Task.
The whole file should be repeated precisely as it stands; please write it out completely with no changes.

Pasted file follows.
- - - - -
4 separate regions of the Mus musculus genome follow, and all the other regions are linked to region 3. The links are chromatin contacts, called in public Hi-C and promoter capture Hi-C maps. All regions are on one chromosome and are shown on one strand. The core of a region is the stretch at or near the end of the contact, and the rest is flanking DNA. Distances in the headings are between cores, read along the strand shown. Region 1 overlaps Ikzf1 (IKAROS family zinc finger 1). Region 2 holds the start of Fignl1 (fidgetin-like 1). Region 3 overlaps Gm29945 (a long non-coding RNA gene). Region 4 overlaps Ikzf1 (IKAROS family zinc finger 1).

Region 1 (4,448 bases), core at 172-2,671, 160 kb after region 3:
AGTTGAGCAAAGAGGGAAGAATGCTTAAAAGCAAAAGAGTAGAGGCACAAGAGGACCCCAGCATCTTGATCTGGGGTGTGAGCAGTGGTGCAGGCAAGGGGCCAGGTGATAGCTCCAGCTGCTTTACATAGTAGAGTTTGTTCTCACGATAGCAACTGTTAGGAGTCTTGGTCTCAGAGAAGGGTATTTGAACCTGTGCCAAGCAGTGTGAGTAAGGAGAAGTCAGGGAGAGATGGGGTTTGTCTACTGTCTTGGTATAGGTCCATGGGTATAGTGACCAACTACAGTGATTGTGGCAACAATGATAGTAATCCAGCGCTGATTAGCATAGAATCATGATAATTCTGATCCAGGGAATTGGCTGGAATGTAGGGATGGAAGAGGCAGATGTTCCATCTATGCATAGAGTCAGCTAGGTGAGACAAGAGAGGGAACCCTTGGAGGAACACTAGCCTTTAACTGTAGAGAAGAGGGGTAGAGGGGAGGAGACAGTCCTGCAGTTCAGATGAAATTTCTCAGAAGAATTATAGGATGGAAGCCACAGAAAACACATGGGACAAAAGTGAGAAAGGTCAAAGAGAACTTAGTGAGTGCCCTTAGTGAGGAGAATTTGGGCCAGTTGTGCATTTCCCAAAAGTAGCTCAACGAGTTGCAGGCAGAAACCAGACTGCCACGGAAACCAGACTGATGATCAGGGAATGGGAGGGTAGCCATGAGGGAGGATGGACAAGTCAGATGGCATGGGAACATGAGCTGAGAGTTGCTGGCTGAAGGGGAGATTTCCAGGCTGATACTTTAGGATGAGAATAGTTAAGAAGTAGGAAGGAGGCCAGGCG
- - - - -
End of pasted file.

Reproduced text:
4 separate regions of the Mus musculus genome follow, and all the other regions are linked to region 3. The links are chromatin contacts, called in public Hi-C and promoter capture Hi-C maps. All regions are on one chromosome and are shown on one strand. The core of a region is the stretch at or near the end of the contact, and the rest is flanking DNA. Distances in the headings are between cores, read along the strand shown. Region 1 overlaps Ikzf1 (IKAROS family zinc finger 1). Region 2 holds the start of Fignl1 (fidgetin-like 1). Region 3 overlaps Gm29945 (a long non-coding RNA gene). Region 4 overlaps Ikzf1 (IKAROS family zinc finger 1).

Region 1 (4,448 bases), core at 172-2,671, 160 kb after region 3:
AGTTGAGCAAAGAGGGAAGAATGCTTAAAAGCAAAAGAGTAGAGGCACAAGAGGACCCCAGCATCTTGATCTGGGGTGTGAGCAGTGGTGCAGGCAAGGGGCCAGGTGATAGCTCCAGCTGCTTTACATAGTAGAGTTTGTTCTCACGATAGCAACTGTTAGGAGTCTTGGTCTCAGAGAAGGGTATTTGAACCTGTGCCAAGCAGTGTGAGTAAGGAGAAGTCAGGGAGAGATGGGGTTTGTCTACTGTCTTGGTATAGGTCCATGGGTATAGTGACCAACTACAGTGATTGTGGCAACAATGATAGTAATCCAGCGCTGATTAGCATAGAATCATGATAATTCTGATCCAGGGAATTGGCTGGAATGTAGGGATGGAAGAGGCAGATGTTCCATCTATGCATAGAGTCAGCTAGGTGAGACAAGAGAGGGAACCCTTGGAGGAACACTAGCCTTTAACTGTAGAGAAGAGGGGTAGAGGGGAGGAGACAGTCCTGCAGTTCAGATGAAATTTCTCAGAAGAATTATAGGATGGAAGCCACAGAAAACACATGGGACAAAAGTGAGAAAGGTCAAAGAGAACTTAGTGAGTGCCCTTAGTGAGGAGAATTTGGGCCAGTTGTGCATTTCCCAAAAGTAGCTCAACGAGTTGCAGGCAGAAACCAGACTGCCACGGAAACCAGACTGATGATCAGGGAATGGGAGGGTAGCCATGAGGGAGGATGGACAAGTCAGATGGCATGGGAACATGAGCTGAGAGTTGCTGGCTGAAGGGGAGATTTCCAGGCTGATACTTTAGGATGAGAATAGTTAAGAAGTAGGAAGGAGGCCAGGCG